# Maximum likelihood estimation,

Given a problem, we are asked to use a statistical method to come up with a conclusion. e.g. XYZ drug decreases heart diseases. (null hypothesis)

After searching on internet, I got a list of these tests:

Analysis of variance (ANOVA), Chi-square test, Correlation, Factor analysis, Mannâ€“Whitney U, Mean square weighted deviation (MSWD), Pearson product-moment correlation coefficient, Regression analysis, Spearman's rank correlation coefficient, Student's t-test, Time series analysis

I presume all methods above can be applied. So I pick up student's t-test as my choice.

How could I know whether it is a maximum likelihood estimation which is unbiased, consistent and efficient? What I think is that we should know the Mean and Variance of the estimate to conclude. But it is nowhere in the notes I found online. =/

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Your question is unclear. Do you want to know how to check if an estimator is unbiased, consistent and efficient? Or do you want to find an estimator for a particular problem? – svenkatr Nov 27 '10 at 5:20
Your question is unclear. You make it sound like you can take any of these statistical tests and just apply them. Every test has its own assumptions based on the type of distribution you are working with. Typically one uses a method like the maximum likelihood estimation to figure out what distribution is best to apply to the data. Once you have a distribution, you can work with a test. – Tom Nov 27 '10 at 5:49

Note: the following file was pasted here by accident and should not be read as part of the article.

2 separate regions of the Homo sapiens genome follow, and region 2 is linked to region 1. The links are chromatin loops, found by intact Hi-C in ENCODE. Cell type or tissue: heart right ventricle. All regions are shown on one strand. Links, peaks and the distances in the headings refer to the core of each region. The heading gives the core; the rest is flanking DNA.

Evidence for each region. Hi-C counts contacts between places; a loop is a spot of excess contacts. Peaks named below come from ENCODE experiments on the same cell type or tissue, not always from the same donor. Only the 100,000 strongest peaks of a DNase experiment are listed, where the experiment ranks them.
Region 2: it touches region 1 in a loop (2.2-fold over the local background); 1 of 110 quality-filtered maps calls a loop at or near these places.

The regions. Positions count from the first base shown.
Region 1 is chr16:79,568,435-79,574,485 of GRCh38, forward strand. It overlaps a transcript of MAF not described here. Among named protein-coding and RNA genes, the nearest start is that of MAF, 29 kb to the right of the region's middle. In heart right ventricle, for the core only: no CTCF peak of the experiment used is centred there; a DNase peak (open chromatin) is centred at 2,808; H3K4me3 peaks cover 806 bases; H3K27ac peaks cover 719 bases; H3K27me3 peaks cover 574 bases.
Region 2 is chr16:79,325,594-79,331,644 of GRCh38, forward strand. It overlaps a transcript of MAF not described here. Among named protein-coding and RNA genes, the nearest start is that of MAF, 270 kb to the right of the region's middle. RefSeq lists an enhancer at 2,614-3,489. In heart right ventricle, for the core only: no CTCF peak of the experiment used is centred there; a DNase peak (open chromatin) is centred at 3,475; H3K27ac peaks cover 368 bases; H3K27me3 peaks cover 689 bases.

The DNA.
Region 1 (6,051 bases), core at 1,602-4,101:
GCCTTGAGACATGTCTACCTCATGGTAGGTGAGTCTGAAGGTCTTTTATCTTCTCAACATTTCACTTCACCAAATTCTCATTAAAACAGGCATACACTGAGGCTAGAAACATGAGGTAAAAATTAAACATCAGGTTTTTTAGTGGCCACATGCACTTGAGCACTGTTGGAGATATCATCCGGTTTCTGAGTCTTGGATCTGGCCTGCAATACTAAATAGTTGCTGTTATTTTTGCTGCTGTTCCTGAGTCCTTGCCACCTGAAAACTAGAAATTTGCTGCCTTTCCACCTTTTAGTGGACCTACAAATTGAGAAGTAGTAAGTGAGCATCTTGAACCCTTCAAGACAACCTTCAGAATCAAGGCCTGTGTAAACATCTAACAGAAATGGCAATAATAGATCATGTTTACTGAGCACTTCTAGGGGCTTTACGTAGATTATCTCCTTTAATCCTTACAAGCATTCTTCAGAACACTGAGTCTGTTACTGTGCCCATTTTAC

I am sorry for making this unclear.. Actually my question really is, what we make use of maximum likelihood estimation. To my understanding, maximum likelihood estimation(MLE) means we pick/"guess" the values of the parameters so that it resembles closest to the sample distribution. If population mean is the only parameter I am interested in, according to MLE, isn't it the same as sample mean? @Tom: can you please elaborate more on how MLE helps in deciding distribution to use? p/s: I picked t-test based on the assumption that the sample size is small and normal. – learnwhatever Nov 27 '10 at 8:46
MLE is a method devised to determine the parameters of a distribution, provided you already know what distribution underlies your data. It's useless if you don't know what your data mean. The best would be to use non-parametric tests if you have no idea at all about underlying distributions. – Raskolnikov Nov 27 '10 at 10:57
I suggest you go ask on Cross Validated what a MLE estimation is and what a hypothesis test is. These are two different beasts. – Raskolnikov Nov 27 '10 at 12:01